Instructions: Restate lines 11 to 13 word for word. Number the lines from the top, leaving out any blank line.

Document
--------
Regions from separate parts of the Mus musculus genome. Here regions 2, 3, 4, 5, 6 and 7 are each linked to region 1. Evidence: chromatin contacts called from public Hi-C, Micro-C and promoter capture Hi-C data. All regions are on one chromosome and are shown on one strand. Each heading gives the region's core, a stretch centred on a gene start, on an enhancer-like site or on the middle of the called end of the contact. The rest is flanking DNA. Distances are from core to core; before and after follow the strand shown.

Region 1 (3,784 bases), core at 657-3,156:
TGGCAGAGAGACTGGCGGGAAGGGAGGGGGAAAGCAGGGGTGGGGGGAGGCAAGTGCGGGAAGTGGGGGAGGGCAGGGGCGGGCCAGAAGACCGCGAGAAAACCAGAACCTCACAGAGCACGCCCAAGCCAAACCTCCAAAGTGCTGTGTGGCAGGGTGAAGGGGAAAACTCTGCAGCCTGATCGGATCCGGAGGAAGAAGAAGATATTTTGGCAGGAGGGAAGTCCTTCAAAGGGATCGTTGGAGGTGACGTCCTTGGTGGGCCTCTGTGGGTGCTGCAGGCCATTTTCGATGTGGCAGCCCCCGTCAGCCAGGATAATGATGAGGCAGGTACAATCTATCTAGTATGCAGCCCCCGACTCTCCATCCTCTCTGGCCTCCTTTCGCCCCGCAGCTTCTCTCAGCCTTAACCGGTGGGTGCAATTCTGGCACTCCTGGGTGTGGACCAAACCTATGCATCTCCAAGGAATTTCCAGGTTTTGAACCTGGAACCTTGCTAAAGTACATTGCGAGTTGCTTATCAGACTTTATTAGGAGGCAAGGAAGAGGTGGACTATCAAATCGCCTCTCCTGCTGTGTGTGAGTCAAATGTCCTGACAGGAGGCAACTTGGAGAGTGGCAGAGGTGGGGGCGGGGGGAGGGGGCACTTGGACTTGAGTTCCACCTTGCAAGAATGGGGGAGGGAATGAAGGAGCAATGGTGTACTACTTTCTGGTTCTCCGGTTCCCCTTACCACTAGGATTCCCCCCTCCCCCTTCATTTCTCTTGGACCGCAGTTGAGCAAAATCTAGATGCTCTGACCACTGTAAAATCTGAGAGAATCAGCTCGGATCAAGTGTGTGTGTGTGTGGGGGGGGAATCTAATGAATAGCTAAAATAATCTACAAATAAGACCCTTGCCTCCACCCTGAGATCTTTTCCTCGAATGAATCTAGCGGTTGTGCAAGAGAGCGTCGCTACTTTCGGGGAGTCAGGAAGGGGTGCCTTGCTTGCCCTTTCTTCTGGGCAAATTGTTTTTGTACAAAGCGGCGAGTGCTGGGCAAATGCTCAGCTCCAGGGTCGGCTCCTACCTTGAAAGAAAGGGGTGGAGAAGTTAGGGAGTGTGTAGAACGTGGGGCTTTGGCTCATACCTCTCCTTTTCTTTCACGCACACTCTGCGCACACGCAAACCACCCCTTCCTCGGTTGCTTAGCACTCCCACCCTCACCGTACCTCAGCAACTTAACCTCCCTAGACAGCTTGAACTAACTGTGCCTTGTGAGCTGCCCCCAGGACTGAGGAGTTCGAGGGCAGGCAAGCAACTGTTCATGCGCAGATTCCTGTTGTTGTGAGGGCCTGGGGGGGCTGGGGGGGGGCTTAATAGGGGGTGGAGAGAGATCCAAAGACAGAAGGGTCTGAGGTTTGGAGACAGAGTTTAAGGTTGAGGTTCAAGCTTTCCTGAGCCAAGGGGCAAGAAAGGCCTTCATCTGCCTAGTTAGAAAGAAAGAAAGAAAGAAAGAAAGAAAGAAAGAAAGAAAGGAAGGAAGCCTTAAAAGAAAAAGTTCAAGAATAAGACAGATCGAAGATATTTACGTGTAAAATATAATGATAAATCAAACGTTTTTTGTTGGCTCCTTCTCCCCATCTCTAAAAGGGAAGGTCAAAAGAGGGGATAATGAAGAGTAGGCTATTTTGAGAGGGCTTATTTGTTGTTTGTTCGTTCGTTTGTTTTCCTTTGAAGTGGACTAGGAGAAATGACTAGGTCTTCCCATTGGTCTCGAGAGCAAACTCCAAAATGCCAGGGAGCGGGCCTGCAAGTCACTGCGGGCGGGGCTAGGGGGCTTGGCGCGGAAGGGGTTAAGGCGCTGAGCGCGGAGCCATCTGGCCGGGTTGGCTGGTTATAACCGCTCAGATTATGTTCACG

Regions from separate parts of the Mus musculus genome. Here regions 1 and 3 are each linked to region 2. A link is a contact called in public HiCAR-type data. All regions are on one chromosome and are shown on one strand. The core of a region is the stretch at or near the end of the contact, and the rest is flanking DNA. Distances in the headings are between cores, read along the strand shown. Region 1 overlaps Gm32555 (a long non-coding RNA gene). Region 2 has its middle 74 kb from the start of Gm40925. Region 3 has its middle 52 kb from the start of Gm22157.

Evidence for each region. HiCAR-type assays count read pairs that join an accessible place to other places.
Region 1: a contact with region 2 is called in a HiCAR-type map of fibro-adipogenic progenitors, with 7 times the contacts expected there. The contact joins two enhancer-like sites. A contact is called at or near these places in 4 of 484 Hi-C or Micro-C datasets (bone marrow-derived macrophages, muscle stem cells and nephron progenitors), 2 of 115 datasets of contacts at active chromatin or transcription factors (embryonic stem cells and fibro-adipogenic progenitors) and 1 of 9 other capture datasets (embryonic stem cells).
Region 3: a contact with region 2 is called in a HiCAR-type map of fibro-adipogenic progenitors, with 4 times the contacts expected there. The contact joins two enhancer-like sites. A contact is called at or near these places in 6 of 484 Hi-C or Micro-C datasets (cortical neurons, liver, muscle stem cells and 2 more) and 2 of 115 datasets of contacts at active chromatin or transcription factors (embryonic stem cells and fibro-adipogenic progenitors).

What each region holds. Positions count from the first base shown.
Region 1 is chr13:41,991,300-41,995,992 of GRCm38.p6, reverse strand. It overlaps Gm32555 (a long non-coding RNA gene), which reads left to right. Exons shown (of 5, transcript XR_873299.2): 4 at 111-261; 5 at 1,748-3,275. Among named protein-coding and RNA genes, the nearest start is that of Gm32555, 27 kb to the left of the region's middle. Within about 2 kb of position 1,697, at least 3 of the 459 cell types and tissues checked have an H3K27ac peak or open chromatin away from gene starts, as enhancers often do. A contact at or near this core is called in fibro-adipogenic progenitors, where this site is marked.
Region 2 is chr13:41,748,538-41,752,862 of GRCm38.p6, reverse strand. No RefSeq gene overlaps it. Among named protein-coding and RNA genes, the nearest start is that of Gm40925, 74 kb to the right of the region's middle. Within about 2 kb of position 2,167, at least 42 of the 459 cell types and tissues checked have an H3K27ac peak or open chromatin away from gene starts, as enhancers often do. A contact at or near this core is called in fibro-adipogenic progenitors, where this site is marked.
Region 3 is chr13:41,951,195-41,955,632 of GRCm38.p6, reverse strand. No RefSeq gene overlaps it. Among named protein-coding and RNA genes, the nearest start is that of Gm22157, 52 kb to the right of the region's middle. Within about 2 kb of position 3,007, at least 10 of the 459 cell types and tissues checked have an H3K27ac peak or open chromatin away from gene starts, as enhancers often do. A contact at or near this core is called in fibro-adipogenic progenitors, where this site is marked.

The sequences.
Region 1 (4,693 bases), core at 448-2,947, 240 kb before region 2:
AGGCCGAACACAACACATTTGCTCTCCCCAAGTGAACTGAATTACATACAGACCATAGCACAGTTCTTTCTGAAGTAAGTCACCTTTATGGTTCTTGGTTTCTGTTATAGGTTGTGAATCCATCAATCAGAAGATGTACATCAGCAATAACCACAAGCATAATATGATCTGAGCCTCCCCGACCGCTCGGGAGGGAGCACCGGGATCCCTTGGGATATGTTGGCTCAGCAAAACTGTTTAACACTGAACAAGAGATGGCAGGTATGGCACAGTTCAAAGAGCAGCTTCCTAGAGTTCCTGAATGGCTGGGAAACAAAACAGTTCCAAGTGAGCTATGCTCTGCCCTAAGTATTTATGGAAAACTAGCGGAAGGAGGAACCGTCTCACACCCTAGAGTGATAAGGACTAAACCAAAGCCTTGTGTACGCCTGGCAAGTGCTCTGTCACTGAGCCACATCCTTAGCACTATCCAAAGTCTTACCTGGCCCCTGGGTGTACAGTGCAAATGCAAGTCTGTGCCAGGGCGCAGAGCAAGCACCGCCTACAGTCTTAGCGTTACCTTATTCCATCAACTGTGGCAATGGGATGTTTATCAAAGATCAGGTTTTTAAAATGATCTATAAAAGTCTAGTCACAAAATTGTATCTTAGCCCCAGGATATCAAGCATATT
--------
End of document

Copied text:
Region 3 is chr13:41,951,195-41,955,632 of GRCm38.p6, reverse strand. No RefSeq gene overlaps it. Among named protein-coding and RNA genes, the nearest start is that of Gm22157, 52 kb to the right of the region's middle. Within about 2 kb of position 3,007, at least 10 of the 459 cell types and tissues checked have an H3K27ac peak or open chromatin away from gene starts, as enhancers often do. A contact at or near this core is called in fibro-adipogenic progenitors, where this site is marked.

The sequences.
Region 1 (4,693 bases), core at 448-2,947, 240 kb before region 2: